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Day Fourteen: Hokkaido

August 14, 2006

Mr. Crumpet and Orange Bear’s travels in Japan took them to the northern island Hokkaido, home of the last remaining Ainu people, Japan’s first residents. The island is also home to a less famous resident: the higuma, or Hokkaido brown bear.

The higuma are close relations to Orange Bear’s Kamchatka brethren, having long ago crossed a land bridge where the Kuril Archipelago is located today.

“Just like Risk,” says Orange Bear. “I must protect the Kamchatka sea-line at all costs!”

Orange Bear was very upset about the bear park atop Noboribetsu’s Mt. Kuma (“bear”) where over 100 bears were kept in a concrete enclosure.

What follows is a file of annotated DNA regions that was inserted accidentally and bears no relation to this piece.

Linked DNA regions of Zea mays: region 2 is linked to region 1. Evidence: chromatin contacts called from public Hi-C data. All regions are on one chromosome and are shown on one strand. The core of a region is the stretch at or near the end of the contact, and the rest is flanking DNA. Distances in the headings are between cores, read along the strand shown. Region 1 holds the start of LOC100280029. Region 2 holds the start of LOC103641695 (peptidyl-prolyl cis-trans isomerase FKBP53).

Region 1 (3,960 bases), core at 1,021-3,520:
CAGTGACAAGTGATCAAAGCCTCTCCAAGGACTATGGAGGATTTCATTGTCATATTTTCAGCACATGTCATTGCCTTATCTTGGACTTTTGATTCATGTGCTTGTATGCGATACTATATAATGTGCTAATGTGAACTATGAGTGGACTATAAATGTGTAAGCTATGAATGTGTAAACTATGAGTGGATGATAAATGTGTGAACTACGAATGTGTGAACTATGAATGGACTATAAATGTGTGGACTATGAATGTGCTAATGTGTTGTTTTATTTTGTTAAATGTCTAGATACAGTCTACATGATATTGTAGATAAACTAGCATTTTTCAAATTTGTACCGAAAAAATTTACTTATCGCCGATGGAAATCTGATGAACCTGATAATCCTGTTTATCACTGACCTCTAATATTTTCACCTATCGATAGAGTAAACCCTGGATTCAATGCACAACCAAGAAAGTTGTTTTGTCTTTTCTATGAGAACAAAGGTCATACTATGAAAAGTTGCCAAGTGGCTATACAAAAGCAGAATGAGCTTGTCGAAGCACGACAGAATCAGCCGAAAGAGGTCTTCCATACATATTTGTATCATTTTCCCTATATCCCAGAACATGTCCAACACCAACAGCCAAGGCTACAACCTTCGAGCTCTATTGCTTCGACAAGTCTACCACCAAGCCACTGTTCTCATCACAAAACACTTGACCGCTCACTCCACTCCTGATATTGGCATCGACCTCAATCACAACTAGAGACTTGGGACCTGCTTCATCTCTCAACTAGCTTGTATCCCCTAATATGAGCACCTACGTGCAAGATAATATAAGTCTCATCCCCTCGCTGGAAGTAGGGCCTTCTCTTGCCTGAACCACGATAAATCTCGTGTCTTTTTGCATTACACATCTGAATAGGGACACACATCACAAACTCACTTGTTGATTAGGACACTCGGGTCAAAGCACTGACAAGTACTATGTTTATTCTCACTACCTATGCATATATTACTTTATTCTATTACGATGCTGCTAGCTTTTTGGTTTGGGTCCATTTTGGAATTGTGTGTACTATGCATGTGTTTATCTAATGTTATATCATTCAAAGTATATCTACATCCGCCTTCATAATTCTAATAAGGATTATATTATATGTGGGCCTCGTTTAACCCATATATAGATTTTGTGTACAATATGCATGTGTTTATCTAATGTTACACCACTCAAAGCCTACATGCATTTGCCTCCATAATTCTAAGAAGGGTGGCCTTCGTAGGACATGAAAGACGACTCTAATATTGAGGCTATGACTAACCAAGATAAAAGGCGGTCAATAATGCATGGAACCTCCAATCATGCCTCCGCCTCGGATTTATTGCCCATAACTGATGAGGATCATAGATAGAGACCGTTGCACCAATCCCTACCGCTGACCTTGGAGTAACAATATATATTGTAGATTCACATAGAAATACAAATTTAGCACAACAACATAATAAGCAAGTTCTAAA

“No good!” cried Orange Bear.

Much better to go to the 98,000-acre Shiretoko National Park in northeastern Hokkaido. There, the higuma are free to roam in a place where road access is minimal and other wildlife — like sea eagles, foxes, sika deer, and sea lions — abound.

Another good place for higuma watching is Daisetsuzan National Park in central Hokkaido.

“If you’re in Hokkaido during winter, don’t miss out on the skiing,” says Mr. Crumpet, himself an avid cross-country skier.

“Avid doesn’t mean good, does it?” asks Orange Bear.

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